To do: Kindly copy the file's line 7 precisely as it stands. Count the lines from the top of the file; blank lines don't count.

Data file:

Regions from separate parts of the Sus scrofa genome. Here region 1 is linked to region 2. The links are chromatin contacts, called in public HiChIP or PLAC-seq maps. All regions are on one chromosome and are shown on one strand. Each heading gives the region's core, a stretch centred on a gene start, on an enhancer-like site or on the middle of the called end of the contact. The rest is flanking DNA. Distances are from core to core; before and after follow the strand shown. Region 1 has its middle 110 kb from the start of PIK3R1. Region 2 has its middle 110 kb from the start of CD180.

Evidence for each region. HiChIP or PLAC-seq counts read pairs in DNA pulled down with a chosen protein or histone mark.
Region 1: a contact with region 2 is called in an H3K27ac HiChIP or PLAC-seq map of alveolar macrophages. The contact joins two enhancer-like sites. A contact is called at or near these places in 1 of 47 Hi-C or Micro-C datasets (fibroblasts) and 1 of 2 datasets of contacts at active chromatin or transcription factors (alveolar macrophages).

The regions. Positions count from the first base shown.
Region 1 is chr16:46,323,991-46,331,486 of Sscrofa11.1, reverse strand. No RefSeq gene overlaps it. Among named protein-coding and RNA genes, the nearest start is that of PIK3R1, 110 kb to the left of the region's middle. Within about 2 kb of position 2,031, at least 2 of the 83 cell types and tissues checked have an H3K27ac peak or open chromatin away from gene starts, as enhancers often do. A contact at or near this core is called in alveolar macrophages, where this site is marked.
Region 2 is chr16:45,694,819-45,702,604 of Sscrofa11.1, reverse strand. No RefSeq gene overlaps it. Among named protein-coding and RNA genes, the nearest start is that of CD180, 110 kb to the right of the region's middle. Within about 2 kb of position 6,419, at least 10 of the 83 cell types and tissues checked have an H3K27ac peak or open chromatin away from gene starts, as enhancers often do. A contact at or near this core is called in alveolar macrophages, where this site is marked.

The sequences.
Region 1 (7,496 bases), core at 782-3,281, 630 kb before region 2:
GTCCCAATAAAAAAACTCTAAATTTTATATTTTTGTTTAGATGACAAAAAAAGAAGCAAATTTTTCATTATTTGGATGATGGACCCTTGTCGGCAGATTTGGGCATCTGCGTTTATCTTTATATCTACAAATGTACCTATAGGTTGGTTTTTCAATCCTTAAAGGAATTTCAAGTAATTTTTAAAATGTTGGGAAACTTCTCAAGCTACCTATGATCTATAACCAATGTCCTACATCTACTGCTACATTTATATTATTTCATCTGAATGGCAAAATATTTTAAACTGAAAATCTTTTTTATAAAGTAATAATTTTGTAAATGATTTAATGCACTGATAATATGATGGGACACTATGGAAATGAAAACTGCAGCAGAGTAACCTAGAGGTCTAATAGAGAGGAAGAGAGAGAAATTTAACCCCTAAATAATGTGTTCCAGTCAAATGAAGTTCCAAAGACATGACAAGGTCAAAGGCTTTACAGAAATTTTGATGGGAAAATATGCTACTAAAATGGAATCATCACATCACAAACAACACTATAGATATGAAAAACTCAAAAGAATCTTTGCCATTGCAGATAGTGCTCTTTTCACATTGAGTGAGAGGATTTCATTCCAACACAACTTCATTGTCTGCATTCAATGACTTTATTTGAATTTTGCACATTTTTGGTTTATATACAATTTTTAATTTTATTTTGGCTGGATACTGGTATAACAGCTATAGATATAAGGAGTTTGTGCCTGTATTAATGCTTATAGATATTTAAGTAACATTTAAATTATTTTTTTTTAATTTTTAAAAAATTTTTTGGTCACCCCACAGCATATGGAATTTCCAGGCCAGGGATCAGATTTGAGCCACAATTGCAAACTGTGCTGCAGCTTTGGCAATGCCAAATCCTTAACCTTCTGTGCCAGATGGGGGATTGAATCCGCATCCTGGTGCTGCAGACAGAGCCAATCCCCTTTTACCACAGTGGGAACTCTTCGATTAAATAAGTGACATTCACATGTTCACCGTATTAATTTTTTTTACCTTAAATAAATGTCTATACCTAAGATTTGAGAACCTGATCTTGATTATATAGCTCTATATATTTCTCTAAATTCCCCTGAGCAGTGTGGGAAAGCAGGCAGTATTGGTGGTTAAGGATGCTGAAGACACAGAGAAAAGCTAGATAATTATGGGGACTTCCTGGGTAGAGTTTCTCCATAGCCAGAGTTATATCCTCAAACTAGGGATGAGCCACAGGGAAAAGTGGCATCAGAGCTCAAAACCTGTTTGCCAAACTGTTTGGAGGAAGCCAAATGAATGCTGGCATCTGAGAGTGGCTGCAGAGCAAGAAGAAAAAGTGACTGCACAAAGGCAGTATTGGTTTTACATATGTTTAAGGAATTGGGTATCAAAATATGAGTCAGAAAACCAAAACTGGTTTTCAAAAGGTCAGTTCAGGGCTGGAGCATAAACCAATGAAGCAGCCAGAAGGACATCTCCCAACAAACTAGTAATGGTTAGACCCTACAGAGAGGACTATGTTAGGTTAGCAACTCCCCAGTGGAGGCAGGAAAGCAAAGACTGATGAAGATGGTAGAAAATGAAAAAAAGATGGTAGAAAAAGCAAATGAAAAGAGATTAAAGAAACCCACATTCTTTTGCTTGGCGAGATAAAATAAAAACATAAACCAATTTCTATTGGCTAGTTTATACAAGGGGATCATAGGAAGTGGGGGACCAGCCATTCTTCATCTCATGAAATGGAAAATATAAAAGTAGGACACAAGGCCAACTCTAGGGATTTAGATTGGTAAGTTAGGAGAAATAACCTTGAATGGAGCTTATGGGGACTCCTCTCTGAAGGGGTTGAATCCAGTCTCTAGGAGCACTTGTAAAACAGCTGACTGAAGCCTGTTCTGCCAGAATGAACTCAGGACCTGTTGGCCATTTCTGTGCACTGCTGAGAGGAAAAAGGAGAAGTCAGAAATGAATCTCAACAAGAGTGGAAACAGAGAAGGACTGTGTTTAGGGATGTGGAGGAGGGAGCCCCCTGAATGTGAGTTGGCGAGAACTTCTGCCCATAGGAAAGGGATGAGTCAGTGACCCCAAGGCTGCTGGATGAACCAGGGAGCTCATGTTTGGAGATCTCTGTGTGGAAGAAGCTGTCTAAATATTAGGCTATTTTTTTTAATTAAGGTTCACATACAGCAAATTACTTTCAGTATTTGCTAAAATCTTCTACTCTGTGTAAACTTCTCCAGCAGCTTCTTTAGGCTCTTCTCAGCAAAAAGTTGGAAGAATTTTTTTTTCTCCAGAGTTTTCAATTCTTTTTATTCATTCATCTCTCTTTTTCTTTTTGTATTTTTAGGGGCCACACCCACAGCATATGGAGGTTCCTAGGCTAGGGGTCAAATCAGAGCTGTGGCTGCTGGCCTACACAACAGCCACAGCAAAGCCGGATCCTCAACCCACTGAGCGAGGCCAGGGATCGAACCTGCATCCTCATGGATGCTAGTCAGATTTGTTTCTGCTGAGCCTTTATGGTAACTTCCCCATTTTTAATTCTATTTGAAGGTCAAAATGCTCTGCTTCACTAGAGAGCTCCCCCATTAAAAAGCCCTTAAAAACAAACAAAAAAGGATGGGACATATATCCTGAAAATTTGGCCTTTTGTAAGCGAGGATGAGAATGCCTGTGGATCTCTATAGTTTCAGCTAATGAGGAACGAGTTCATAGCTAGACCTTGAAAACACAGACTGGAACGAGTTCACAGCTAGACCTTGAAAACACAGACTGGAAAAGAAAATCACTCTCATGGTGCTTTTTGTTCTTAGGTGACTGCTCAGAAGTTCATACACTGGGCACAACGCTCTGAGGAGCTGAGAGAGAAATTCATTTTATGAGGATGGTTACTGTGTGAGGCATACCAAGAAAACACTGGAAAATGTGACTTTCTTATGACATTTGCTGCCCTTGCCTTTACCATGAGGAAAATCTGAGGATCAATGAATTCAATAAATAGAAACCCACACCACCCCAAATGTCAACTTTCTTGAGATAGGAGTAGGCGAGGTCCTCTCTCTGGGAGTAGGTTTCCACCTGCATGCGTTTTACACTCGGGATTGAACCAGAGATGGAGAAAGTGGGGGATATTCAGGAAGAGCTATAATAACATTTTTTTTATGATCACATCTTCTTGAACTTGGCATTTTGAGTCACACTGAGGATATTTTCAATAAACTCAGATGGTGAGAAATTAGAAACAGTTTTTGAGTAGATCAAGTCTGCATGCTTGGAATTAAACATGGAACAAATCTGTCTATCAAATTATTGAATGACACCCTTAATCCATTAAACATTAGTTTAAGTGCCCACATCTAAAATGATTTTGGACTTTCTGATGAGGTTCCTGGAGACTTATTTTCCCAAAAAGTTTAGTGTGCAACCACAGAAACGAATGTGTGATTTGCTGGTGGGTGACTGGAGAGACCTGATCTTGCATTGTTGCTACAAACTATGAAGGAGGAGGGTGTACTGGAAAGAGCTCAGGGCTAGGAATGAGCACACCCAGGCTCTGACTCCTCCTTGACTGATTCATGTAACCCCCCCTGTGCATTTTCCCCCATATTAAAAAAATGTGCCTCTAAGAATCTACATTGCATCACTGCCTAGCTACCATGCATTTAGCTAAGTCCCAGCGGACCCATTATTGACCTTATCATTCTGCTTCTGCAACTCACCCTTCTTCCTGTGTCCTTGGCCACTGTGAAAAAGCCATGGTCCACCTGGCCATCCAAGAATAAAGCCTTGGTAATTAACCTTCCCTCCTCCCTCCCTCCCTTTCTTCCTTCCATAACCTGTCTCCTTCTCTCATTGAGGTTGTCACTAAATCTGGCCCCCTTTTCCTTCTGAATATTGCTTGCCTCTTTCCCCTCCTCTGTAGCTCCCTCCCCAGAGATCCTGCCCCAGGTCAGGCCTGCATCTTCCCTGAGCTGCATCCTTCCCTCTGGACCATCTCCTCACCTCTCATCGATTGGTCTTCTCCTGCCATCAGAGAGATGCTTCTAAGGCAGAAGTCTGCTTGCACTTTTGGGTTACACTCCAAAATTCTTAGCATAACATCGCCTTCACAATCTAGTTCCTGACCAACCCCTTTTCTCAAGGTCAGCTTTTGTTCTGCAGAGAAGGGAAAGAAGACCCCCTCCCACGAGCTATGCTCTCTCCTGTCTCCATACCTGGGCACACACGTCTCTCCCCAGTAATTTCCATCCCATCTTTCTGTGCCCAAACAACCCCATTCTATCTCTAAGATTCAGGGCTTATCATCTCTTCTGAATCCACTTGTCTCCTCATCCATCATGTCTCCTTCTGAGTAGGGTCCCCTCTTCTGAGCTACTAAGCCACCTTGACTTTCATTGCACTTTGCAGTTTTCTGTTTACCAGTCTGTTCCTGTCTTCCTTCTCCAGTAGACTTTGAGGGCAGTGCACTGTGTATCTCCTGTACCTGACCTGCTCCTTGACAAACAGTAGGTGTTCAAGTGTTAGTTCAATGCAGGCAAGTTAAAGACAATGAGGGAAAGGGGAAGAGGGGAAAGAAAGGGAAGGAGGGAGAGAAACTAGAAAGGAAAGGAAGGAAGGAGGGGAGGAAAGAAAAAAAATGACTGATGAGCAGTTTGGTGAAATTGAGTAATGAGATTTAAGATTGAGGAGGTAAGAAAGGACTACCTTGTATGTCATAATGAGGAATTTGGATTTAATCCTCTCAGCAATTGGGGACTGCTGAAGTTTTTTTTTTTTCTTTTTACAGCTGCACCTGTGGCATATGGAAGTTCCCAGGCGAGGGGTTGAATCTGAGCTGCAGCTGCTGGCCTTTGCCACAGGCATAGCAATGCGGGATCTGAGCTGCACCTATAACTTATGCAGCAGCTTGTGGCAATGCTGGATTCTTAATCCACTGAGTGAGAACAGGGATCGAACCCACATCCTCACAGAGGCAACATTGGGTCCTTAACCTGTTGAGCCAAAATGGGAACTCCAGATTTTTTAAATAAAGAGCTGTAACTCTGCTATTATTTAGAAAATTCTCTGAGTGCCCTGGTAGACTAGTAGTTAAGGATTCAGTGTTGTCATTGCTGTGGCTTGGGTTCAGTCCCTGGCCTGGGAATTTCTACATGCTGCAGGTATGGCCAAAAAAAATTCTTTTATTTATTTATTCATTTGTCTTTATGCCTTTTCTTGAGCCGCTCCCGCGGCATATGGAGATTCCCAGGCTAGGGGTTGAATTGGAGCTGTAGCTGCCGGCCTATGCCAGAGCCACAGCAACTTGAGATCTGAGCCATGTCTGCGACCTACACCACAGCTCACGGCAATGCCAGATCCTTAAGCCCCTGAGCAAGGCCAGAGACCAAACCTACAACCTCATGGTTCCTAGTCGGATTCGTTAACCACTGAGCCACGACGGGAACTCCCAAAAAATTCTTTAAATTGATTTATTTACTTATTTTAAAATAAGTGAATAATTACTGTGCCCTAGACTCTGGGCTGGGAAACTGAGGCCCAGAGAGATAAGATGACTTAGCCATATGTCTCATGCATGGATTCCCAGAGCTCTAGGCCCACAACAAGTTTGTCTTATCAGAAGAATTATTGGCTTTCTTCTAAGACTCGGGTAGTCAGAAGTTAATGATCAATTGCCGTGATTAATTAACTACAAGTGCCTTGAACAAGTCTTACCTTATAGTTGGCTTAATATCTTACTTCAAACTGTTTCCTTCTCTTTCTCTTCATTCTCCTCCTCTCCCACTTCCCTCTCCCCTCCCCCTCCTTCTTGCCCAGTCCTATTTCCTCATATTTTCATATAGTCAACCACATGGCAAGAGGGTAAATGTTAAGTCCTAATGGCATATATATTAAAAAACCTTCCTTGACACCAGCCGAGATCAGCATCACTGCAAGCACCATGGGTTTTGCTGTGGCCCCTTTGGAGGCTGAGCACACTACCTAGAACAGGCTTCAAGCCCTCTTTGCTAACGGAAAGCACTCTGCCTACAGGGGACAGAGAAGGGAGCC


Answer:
The sequences.